• Cluster 0 – Recreational areas. These are neighborhoods that have very close access to outdoor recreation. Many of the Top 5 Venues are things like, Trails, Parks, Beaches, Surf Spots, Baseball Fields.
  • Cluster 1 – Reveals part of the demographic makeup of Hampton Roads. There is a significant concentration of people of Eastern European descent in the area, something commonly known to residents here. These neighborhoods have significant Eastern European flair, as evidenced by their most common venues being dumpling and Eastern European Restaurants.
  • Cluster 2 – Only one neighborhood falls into this category, and it is far from most of the population. We will consider this an outlier.
  • Cluster 3 – The biggest cluster. This type of neighborhood is heavy with shops, restaurants and strip malls.
  • Cluster 4- These are the beach neighborhoods. Beach is their closest venue, with resorts and harbors nearby.
  • Cluster 5 – This cluster is mostly heavily residential areas, with a wide variety of venues nearby.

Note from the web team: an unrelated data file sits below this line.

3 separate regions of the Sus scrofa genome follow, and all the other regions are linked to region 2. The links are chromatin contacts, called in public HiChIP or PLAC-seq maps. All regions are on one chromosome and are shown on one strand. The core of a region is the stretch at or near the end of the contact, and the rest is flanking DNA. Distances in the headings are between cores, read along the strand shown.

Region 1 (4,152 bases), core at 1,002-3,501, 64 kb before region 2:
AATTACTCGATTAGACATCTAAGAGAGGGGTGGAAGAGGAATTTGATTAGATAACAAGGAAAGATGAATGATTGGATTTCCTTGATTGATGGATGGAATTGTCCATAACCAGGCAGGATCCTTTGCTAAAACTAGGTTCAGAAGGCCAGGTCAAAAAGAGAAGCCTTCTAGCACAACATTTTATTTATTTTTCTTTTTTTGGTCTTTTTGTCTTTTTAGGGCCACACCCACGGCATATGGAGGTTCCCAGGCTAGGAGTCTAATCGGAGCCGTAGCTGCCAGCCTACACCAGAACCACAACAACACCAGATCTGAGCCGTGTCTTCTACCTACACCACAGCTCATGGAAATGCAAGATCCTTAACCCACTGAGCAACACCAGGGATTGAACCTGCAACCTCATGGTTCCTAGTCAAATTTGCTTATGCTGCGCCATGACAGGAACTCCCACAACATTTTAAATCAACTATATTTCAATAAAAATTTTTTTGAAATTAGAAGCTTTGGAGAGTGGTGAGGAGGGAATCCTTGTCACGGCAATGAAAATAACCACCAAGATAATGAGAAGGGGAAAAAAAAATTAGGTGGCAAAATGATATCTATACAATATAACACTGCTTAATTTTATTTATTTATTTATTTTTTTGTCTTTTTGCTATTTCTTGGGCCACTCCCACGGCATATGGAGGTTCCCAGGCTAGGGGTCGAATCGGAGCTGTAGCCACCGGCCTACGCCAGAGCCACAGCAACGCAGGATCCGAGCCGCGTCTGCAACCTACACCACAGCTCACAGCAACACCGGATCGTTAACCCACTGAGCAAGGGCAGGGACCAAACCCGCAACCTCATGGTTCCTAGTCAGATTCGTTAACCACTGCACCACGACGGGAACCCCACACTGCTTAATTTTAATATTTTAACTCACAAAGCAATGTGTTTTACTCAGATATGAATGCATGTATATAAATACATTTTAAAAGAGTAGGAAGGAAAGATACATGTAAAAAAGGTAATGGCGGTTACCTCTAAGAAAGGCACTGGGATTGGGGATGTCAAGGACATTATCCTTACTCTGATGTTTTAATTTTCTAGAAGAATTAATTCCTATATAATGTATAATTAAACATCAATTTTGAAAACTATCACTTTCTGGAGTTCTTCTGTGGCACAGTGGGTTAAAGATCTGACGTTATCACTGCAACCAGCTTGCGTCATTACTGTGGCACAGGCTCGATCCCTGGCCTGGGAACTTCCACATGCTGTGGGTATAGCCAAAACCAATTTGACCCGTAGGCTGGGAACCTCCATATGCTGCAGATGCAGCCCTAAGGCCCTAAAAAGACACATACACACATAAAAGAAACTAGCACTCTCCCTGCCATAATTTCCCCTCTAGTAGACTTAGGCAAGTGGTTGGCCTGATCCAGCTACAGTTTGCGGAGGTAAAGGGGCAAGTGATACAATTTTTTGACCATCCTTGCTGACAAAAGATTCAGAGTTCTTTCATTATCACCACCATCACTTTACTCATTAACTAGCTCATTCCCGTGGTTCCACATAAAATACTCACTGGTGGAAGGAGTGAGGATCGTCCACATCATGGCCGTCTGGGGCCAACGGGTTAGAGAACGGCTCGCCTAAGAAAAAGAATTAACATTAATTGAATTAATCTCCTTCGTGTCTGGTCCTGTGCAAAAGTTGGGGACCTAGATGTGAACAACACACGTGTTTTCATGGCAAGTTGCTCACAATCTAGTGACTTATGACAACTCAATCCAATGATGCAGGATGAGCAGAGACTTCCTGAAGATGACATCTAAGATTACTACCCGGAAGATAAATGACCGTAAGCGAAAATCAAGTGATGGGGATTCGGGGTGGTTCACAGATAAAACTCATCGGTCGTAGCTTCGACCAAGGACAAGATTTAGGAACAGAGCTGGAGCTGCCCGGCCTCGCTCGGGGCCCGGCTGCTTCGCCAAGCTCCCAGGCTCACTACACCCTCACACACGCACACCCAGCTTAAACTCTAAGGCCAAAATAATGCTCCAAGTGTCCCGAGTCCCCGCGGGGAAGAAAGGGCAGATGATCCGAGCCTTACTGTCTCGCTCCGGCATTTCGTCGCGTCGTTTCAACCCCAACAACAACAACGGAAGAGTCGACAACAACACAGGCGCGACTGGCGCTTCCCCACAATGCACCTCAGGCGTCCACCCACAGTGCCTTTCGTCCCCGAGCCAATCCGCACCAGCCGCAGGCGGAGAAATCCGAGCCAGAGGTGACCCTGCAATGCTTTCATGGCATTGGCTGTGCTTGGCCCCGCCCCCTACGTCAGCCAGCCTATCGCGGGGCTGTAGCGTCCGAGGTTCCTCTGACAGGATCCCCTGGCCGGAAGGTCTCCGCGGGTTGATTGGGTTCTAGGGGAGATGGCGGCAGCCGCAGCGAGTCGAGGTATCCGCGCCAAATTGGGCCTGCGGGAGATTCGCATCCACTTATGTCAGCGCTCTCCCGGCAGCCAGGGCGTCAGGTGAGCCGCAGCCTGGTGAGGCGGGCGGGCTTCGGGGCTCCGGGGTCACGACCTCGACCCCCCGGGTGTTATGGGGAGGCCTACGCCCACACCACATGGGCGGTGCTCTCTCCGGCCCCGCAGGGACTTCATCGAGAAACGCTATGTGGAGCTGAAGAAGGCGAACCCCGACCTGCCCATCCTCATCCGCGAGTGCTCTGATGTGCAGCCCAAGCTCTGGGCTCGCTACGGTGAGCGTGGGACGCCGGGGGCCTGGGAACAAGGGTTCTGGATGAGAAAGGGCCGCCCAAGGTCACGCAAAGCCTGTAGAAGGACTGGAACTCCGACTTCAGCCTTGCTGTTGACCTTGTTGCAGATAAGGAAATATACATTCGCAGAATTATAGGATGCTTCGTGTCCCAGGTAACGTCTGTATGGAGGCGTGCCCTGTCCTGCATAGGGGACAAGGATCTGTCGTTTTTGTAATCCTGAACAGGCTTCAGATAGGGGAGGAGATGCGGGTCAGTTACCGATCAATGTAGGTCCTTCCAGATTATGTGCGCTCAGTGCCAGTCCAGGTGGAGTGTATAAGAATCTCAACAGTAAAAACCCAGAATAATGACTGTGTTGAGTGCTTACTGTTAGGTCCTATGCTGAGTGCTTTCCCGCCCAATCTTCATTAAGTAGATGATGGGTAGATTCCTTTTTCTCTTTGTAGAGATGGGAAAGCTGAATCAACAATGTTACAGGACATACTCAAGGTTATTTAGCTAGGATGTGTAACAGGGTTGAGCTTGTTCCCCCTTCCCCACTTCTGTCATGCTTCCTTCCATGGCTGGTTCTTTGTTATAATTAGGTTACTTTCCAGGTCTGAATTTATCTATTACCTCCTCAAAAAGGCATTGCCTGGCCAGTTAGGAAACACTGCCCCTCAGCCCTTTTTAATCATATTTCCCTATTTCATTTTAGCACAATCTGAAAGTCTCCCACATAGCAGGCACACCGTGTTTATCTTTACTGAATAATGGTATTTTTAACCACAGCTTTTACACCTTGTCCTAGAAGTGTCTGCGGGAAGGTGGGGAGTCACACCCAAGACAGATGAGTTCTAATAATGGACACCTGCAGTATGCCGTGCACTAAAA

An interesting analysis, which gets to the heart of the problem is the real estate values and movements within each cluster. We find some very interesting trends.

Here, we see that the Zillow Median Home Value to its corresponding Cluster. There is no real surprises here, as the top home values are either in a Beach Area (cluster 4) or a ‘Recreational Area’ (Cluster 0). The Recreational areas are often located near water, so this is no major surprise.

Cluster LabelCluster AliasMean Zillow Home Value
0Recreational Area$444,083
1Eastern European Area$301,675
3Strip Mall/Commercial$219,742
4Beach Areas$476,675
5Residential Areas$246,850
Cluster vs Home Values

Results – Investment Opportunity

Where the real surprise comes, and the significant insight in this analysis is in the clusters that are the fastest growing in value. This metric is the Year Over Year growth in home valuations. Look at which clusters have the highest growth rates:

Discussion